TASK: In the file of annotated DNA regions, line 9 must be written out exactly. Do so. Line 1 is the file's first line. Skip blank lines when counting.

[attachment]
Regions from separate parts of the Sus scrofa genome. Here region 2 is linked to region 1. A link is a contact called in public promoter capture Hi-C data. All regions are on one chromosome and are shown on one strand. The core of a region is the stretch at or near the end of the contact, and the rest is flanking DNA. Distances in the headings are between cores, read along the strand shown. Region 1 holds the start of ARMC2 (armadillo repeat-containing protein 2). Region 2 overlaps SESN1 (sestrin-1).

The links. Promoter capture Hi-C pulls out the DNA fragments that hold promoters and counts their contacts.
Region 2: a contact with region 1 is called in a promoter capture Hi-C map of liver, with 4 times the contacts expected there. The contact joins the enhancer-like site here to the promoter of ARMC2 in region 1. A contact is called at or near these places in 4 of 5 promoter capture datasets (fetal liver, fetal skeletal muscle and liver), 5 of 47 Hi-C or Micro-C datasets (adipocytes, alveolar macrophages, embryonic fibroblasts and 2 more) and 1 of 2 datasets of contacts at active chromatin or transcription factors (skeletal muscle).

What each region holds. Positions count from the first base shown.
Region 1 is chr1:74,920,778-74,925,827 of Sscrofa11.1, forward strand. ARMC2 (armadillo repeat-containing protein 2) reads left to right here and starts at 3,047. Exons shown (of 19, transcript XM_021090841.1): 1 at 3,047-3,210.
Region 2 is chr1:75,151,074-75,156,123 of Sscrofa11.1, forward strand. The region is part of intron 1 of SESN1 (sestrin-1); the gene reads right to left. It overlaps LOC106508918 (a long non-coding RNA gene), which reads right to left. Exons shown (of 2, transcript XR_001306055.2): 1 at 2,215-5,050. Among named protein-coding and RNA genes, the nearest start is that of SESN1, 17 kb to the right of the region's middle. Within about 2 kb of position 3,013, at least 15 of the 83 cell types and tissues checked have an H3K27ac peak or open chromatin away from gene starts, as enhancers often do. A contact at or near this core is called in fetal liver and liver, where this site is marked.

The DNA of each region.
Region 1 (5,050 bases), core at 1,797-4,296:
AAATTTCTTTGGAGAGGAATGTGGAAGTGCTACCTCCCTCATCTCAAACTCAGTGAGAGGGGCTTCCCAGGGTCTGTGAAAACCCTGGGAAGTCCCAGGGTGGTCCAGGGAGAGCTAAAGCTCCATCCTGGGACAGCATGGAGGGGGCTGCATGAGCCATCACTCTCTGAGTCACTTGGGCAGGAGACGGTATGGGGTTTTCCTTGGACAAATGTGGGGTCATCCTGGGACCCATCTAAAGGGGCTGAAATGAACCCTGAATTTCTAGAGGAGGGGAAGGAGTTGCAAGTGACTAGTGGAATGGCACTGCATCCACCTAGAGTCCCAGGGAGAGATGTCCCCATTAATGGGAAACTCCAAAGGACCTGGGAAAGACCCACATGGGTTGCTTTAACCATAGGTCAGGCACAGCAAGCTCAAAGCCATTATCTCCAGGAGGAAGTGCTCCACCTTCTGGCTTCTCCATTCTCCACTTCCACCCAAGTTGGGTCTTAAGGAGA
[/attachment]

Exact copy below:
AAATTTCTTTGGAGAGGAATGTGGAAGTGCTACCTCCCTCATCTCAAACTCAGTGAGAGGGGCTTCCCAGGGTCTGTGAAAACCCTGGGAAGTCCCAGGGTGGTCCAGGGAGAGCTAAAGCTCCATCCTGGGACAGCATGGAGGGGGCTGCATGAGCCATCACTCTCTGAGTCACTTGGGCAGGAGACGGTATGGGGTTTTCCTTGGACAAATGTGGGGTCATCCTGGGACCCATCTAAAGGGGCTGAAATGAACCCTGAATTTCTAGAGGAGGGGAAGGAGTTGCAAGTGACTAGTGGAATGGCACTGCATCCACCTAGAGTCCCAGGGAGAGATGTCCCCATTAATGGGAAACTCCAAAGGACCTGGGAAAGACCCACATGGGTTGCTTTAACCATAGGTCAGGCACAGCAAGCTCAAAGCCATTATCTCCAGGAGGAAGTGCTCCACCTTCTGGCTTCTCCATTCTCCACTTCCACCCAAGTTGGGTCTTAAGGAGA